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​​​Proper species selection, proper planting location and proper planting technique are vital to the survival of any trees you plant. Planting a tree correctly involves more than quickly purchasing a tree, digging a hole barely big enough for that tree and walking away. To ensure that a newly planted tree will have a long, healthy life, there are several factors to consider.

One very important thing to think about when planting is the time of year. People often think about planting trees in the spring and summer months when trees are in flower, full of fruit or are covered with beautiful leaves. However, the ideal time to plant is during the tree's dormant season, after leaf drop in the fall and before bud-break in the spring. This time period is the least stressful to the tree because it is not actively trying to grow.

Before purchasing the tree, there is homework to do. One of the most important things to do is to thoroughly research the tree species before the purchase and planting. The end goal is to plant the right tree in the right place. To ensure this, consider the following:

Environmental Factors

Research how your tree will handle the following factors of your potential site: minimum temperature, available moisture, soil type, amount of light, pollution and soil compaction.

Tree's Purpose

Why are you planting this tree? Consider your goal and find the species that suit your purpose best. Such purposes include specimen planting, shade, aesthetics, wildlife, windbreaks and screens.


The potential height and width of your tree is one of the most important factors to consider. All too often, urban trees are cut down because "the tree got too big!" The truth is, the tree didn't get too big, it was planted in the wrong place. Large trees can lift sidewalks, grow into pipes or utility lines, block windows, views and solar panels and shade gardens.

Crown Shape

What form will your tree have? What shape suits you best?

Now that you have thoroughly researched your tree species, it is time to plant the tree correctly. A good planting job will minimize trauma and transplant shock, which could result in slow growth, reduced vigor or death.

Nine Steps for Planting Containerized or Balled and Burlapped Trees

Correct planting diagram
  1. Shallow, broad planting hole: The hole should be dug to the depth of the root ball, and three to five times the diameter of the ball.  Place the tree into this hole by holding the ball, not the trunk.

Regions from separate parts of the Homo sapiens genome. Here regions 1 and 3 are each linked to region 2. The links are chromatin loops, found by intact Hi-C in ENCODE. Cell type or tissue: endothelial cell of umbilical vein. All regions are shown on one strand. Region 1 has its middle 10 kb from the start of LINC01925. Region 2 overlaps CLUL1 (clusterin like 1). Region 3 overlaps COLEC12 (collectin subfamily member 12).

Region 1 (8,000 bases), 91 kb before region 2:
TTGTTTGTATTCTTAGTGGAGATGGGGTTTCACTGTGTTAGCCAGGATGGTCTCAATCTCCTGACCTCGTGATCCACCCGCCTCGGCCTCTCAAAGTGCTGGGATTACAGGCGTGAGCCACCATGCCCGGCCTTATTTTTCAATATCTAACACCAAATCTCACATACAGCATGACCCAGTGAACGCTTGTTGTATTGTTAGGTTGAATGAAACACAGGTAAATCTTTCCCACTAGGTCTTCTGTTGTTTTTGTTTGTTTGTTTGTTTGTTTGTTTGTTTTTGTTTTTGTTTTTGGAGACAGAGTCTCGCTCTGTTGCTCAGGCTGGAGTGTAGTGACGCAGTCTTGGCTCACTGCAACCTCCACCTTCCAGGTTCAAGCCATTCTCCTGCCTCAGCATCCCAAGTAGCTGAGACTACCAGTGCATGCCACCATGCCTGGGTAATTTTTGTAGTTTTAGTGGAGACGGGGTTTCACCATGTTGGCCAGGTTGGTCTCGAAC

2. Position the tree: Balance the tree, making sure that it is straight and at the correct height (tree should be planted at the same depth that it was growing in the nursery).
  3. Remove materials: Remove the top portion of wire basket or peel back the top portion of the natural burlap. If there is any plastic string or plastic burlap, remove now. Plastic burlap and twine will not break down in the soil, as will natural burlap, and will actually girdle the tree, causing the tree to eventually die.
  4. Fill hole: Fill the hole with about one-third of the soil that you just dug out to make the hole and gently pack around the root ball. Continue to fill the rest of the hole, while adding water to remove air pockets. Do not add fertilizer for the first year.
  5. Prune: At this time, prune only dead or broken branches, don't try to prune for shape.  Wound paint is not necessary.
  6. Tree Wrap: Remove any tree wrap that was used for shipping the tree.
  7. Staking: Properly placed and planted trees rarely need to be staked. If staking is necessary, make absolutely certain that the stakes are removed at the end of the first year.  At no time should the stakes or the binding twine rub the tree.  This situation can cause wounds allowing opportunistic insects to invade.
  8. Mulch: Place a 3-inch to 4-inch layer of mulch in a 3-foot to 4-foot diameter circle under the crown of the tree. Pull mulch away from tree trunk so that heat and moisture are not trapped.
  9. Watering: Make sure that the newly planted tree gets at least 1 inch of water (either from rain or your garden hose) every week the first year, 1 inch of water every two weeks the second year and 1 inch of water every three weeks the third year.

Planting Bare Root Seedlings

It is best to plant bare-root trees immediately, in order to keep the fragile roots from drying out. If you can't plant because of weather or soil conditions, store the trees in a cool place and keep the roots moist. 

  1. Unpack tree and soak in water three to six hours.  Do not plant with packing materials attached to roots, and do not allow roots to dry out.
  2. Dig a hole, wider than necessary, so the roots can spread without crowding. Remove any grass within a 3-foot circular area. To aid root growth, turn soil in an area up to 3 feet in diameter.
  3. Plant the tree at the same depth it stood in the nursery, without crowding the roots. Partially fill the hole, firming the soil around the lower roots. Do not add soil amendments (fertilizers or peat moss).
  4. Shovel in the remaining soil. It should be firmly, but not tightly, packed with your heel. Construct a water-holding basin around the tree. Give the tree plenty of water.
  5. After the water has soaked in, place a 2-inch-deep protective mulch area 3 feet in diameter around the base of the tree (but not touching the trunk).
  6. Water the tree generously every week (1 inch of water) during the first year.

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